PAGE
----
Village India – an Experience of Village Life in Gujarat, West India

BY KUSH AND VIGNA MODHA from Eastfield Primary School. 11-13/09/2009

Leicester was recently proud to host an outstanding exhibition of aspects of life in India.

Samaj members Vigna and Kush Ravi Modha visited the event. The event involved various perfoming artists from India. You can see a review video and footage of some of the performances (from BBC Asian Network, may not be viewable outside the UK)


Traditional dress are hand woven and often made of patchwork design. This is then embroidered with colourful beads and mirrors. ‘Bandhini’ or ‘tie & dye’ is a method of making patterns on the fabric by tying little sections of fabric with a string and then dipping this into colourful liquid dye (pigment) and left to dry. When done a several times, it creates patterns – see the picture on the hat called ‘paghdi’ on Kush’s head above right.



Tending to the farm animals is a family’s responsibility and everyone has to muck in. Some animals are used to pull farming equipment on the fields. A family having 2-3 cows/bulls is considered very wealthy. They sell the milk from the cows and so make sure that they can provide food for the cows even if they had to go hungry themselves. This is why the Hindus consider a Cow as a sacred animal.

We got talking to ‘Mahatma Gandhi’, a very important person in the Indian History. He showed us how to spin yarn on his hand made wooden spindle. The yarn is then collected and used to weave carpets, mats, tapestry, cloth by hand. All the work is done by hand – no machinery is used.


Mr Arvind Pandya, a holder of Guiness Book of Records for Long Distance BACKWARDS running – having run 7500 miles in his lifetime – talks to us about his charity work in India. He organises Eye Camps in remote villages where Doctors can come and provide eye- treatments, diagnosis, spectacles and carry out eye operations free of charge. About 3 people are becoming blind every minute in poor countries due to malnutrition, disease and lack of treatment. More and more young children are having cataract eye problems (in UK this is common in elderly age). Mr Arvind Pandya was a guest of ours at our family home. He also taught us how to do YOGA, Exercise and about the importance of eating well for a healthy lifestyle. We all helped to raise awareness of his charity work at the Exhibition.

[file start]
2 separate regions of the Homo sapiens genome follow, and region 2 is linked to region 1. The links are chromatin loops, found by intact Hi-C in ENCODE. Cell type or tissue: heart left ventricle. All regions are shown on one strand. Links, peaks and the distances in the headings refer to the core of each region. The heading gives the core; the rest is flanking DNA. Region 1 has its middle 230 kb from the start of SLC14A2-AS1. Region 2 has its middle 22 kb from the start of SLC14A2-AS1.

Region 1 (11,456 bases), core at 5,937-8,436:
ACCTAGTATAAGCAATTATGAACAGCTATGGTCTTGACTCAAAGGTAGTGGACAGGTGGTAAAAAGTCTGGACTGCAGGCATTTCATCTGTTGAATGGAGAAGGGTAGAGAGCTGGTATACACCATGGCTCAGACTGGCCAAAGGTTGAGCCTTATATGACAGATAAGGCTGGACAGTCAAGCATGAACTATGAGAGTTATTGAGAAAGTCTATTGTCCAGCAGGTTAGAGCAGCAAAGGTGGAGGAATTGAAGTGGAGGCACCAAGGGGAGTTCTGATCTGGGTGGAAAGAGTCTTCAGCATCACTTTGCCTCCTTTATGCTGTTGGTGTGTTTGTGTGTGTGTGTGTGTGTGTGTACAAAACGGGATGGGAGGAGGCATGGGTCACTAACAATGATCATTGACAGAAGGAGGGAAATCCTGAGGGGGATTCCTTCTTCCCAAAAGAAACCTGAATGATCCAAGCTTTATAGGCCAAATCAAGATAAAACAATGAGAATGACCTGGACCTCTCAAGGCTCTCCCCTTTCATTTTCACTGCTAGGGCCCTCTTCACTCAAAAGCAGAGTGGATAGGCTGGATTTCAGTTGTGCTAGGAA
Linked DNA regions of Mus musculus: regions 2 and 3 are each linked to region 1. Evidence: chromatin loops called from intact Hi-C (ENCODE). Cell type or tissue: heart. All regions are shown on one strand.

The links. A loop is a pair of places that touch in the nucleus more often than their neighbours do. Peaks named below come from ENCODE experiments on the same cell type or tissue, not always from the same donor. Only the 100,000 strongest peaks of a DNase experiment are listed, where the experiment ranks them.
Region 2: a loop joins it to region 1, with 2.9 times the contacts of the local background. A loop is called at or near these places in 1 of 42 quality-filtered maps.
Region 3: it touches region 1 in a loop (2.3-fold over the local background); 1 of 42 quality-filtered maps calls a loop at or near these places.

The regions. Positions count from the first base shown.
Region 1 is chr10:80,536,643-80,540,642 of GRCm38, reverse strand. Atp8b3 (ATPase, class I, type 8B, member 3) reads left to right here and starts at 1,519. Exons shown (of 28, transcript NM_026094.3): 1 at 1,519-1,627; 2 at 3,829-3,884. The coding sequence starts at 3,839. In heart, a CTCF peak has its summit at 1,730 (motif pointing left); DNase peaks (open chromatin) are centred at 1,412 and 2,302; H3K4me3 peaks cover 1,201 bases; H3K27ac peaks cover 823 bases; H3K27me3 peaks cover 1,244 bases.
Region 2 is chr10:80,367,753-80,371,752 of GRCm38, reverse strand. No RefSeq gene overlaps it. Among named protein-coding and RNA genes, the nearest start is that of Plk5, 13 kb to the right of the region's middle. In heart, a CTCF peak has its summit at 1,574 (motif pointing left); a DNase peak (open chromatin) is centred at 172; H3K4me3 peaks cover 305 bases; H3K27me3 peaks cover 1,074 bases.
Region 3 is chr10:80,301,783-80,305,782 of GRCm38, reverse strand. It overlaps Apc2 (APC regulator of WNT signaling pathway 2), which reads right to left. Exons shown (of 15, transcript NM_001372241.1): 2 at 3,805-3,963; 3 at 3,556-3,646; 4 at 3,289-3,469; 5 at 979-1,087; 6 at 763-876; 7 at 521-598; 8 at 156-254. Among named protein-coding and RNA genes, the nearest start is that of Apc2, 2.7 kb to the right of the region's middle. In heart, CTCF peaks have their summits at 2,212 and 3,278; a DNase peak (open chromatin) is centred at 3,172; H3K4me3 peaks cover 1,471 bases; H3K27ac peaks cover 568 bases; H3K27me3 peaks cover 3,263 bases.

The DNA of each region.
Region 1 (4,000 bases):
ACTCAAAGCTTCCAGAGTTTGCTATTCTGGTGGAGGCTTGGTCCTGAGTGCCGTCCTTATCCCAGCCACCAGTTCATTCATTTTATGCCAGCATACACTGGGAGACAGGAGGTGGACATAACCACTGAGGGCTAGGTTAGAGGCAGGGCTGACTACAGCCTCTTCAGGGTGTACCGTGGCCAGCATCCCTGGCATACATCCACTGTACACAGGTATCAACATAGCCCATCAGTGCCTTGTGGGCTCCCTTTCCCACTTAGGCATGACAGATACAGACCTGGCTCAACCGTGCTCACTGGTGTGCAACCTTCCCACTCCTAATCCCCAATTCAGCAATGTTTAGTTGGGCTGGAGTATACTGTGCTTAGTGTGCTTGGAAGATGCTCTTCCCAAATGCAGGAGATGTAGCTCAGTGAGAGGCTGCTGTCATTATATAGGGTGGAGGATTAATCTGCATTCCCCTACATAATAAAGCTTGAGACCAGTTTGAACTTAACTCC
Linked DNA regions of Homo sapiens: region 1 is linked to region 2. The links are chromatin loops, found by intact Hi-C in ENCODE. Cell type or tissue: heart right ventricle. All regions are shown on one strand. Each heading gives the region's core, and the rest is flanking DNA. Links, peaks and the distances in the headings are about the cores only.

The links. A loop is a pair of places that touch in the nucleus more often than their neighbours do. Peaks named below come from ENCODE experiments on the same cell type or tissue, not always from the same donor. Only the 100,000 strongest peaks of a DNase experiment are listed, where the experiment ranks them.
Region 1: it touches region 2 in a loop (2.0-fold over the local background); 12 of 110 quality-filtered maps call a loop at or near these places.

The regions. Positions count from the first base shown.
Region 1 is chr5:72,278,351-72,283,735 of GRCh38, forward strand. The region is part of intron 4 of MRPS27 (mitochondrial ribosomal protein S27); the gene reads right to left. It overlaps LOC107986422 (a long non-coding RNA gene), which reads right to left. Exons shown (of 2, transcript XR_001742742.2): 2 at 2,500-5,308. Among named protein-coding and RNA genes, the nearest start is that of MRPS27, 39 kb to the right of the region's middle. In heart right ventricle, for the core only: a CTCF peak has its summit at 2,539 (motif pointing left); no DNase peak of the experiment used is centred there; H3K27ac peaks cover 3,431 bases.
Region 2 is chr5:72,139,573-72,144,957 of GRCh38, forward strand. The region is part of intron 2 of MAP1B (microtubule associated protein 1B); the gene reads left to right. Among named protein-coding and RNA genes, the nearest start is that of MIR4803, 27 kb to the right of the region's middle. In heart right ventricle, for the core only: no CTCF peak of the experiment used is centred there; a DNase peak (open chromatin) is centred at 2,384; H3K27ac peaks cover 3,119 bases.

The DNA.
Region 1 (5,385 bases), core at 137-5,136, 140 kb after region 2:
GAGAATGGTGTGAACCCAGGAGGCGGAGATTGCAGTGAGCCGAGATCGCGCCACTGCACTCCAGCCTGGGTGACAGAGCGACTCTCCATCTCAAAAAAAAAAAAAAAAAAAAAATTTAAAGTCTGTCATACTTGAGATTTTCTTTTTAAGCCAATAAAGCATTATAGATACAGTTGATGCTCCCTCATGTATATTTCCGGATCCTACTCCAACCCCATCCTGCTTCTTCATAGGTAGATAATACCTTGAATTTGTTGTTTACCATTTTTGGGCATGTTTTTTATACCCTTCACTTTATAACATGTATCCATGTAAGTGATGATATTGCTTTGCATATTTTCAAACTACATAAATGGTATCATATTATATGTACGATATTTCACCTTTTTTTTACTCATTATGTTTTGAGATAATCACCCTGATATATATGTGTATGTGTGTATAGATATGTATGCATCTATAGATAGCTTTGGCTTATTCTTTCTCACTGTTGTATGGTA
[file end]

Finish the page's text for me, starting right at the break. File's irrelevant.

Village Houses 

There is usually only 1 room for the whole family to live in. All other work cooking, washing, cleaning, entertaining, even sleeping is done outside the home during daytime.

The inside and outside walls are decorated with chalk patterns.


Some people are forced to move from their homes and villages in search of work. These people are known as tribal folk. They often end up heading towards the cities where there is no shortage of work. Some of these people become street entertainers, cleaners, recyclers. They rely on charity given by city workers and tourists. They make their own little home that is no bigger than a garden shed – in fact it looks like a shed and live in close community (they stay together). Sometimes 10 people sleep in this type of accommodation because there is not enough space to build a house for each of them. This area is known as a ‘Slum’ (hence the name associated with the film ‘Slumdog Millionaire’ which means a person who comes from the ‘Slum’ areas. The Government is working to provide Shelter to these people so they don’t have to live in these areas and in this way but there isn’t enough space. People are also discouraged from coming to the Cities by being offered work/trade in their own villages though Charities. We all support them through Oxfam, Red Cross and SightSaver etc.


The bamboo hut picture above simply provides shelter from the weather. There is no furniture and people sleep on beds made from a simple frame with mesh all over it. This is also used to sit on during the day or people sleep on the floor.


village-india-19Selling decorative trays that can be used to carry vegetables home from the market, or hand-made jewellery etc.


Sorting grains outside the home. Children may not have school so they get involved in the daily chores.



Selling hand painted pottery. The pottery is made by hand, painted and sold. This type of pottery is used to carry/store drinking water from the well.



Selling/Playing with ‘Dandiya’ decorative sticks.




Getting water from the well and carrying this home. Girls as young as 7 years old do this daily 2-3 times a day. Older women carry 3 water filled containers placed on top of another ON THE HEAD! Imagine how strong you need to be to carry that weight and what excellent co-ordination you must have to balance this on the head whilst walking!



Drawing water from the well.



A food stall (above)




A wooden Mortar and Pestle – used to make/blend spices and as a mixer. What a change from a food processor!



The Taj Mahal – one of the wonders of the world in Agra near Delhi. Designed & built by a king to show his undying love for his wife. It is made from marble – which maintains an even temperature all throughout the year – it never gets too hot or cold inside, it doesn’t require any special cleaning either (it never gets mouldy!).

We hope you liked sharing our experience. We had a fab’ day!

The exhibition was held at De Montfort Hall on 11/09/2009 in Leicester.